Spanish court orders detention of 8 former Catalan ministers
Eight sacked Catalan ministers have been remanded in custody by a Spanish high court judge over the region's push for independence.
Prosecutors had asked the judge to detain eight of the nine former government members who turned up for questioning in Madrid.
They are accused of rebellion, sedition and misuse of public funds.
The state prosecutor has requested a European arrest warrant for ousted Catalan leader Carles Puigdemont.
The request also covers four other dismissed Catalan ministers who did not show up in court in Madrid as requested.
Five other senior members of the Catalan parliament, as well as Speaker Carme Forcadell, are facing the same charges but, because of their parliamentary immunity, their cases are being handled by the Supreme Court. Their hearings have been postponed until 9 November.
Spain has been gripped by a constitutional crisis since a referendum on independence from Spain was held in Catalonia on 1 October in defiance of a constitutional court ruling that had declared it illegal.
Last week, Spanish Prime Minister Mariano Rajoy imposed direct rule on Catalonia, dissolving the regional parliament and calling local elections for 21 December.
This came after Catalan lawmakers voted to declare the independence of the affluent north-eastern region. The Catalan government said that of the 43% of potential voters who took part in the referendum, 90% were in favour of independence.
Ex-business minister bailed
Those detained include Deputy Vice President Oriol Junqueras, Interior Minister Joaquim Forn, Foreign Affairs Minister Raül Romeva, and Justice Minister Carles Mundó.
Former Business Minister Santi Vila was granted bail at the request of prosecutors. He resigned before the Catalan parliament voted for independence on Friday.
Five other senior members of the Catalan parliament, as well as Speaker Carme Forcadell, are facing the same charges but, because of their parliamentary immunity, their cases are being handled by the Supreme Court.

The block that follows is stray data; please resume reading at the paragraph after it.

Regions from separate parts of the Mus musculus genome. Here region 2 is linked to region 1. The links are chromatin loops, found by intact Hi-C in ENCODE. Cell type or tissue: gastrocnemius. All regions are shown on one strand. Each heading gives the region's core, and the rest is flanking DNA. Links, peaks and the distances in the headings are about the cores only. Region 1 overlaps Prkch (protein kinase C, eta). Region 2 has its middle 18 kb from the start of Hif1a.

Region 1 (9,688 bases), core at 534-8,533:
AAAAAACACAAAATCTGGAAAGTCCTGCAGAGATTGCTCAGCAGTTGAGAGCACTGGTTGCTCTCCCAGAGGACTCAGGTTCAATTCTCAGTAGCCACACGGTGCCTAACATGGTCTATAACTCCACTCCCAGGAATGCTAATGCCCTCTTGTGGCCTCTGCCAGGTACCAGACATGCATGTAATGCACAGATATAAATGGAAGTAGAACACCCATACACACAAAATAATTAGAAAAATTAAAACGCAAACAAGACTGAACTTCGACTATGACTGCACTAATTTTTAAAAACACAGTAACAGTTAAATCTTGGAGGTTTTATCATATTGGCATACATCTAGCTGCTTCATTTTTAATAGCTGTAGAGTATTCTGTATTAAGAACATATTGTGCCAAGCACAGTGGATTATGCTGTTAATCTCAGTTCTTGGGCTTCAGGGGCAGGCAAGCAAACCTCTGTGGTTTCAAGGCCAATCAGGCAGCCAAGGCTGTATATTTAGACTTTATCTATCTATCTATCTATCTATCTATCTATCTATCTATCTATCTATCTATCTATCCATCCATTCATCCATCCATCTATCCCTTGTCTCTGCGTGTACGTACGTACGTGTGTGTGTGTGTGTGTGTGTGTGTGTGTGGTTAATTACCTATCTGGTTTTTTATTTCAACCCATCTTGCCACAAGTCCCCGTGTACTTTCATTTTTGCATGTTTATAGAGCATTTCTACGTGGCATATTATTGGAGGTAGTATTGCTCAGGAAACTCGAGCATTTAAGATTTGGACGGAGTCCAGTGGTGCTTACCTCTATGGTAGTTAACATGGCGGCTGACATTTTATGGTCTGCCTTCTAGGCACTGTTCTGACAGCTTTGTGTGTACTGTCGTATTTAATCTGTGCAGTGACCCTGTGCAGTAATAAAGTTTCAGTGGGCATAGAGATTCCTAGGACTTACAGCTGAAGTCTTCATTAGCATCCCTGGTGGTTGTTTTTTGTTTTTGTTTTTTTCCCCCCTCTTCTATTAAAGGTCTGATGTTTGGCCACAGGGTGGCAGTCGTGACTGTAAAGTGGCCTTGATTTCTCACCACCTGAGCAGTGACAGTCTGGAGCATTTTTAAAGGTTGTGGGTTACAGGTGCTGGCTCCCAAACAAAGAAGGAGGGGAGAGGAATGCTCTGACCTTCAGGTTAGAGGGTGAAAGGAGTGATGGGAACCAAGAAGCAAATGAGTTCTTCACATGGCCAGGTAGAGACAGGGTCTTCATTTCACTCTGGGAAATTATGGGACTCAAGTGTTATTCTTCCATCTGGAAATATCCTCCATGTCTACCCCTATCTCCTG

Their hearings have been postponed until 9 November.
Mr Puigdemont is currently thought to be in Belgium, and has said he will not return to Spain unless he and four of his fellow sacked colleagues received guarantees of a fair trial. He did not specify the exact demands.
Belgium's federal prosecutor has said the law will be applied once an arrest warrant is received, according to Efe news agency.
Mr Puigdemont's lawyer said the climate was "not good" for him to appear in court, but he also said his client would co-operate with the authorities in Spain and Belgium.
The deposed leader was photographed in a cafe in Brussels on Thursday while other Catalan government members appeared in court.
In addition to Mr Puigdemont, prosecutors have asked Spain's high court judge to issue European arrest warrants for the following Catalan officials:
- Meritxell Serret, former agriculture minister
- Antoni Comín, former health minister
- Lluís Puig, former culture minister
- Clara Ponsatí, former education minister
Mr Puigdemont's handling of the crisis has drawn criticism among some other Catalan politicians, with left-wing parliamentary deputy Joan Josep Nuet criticising him for creating "yet more bewilderment".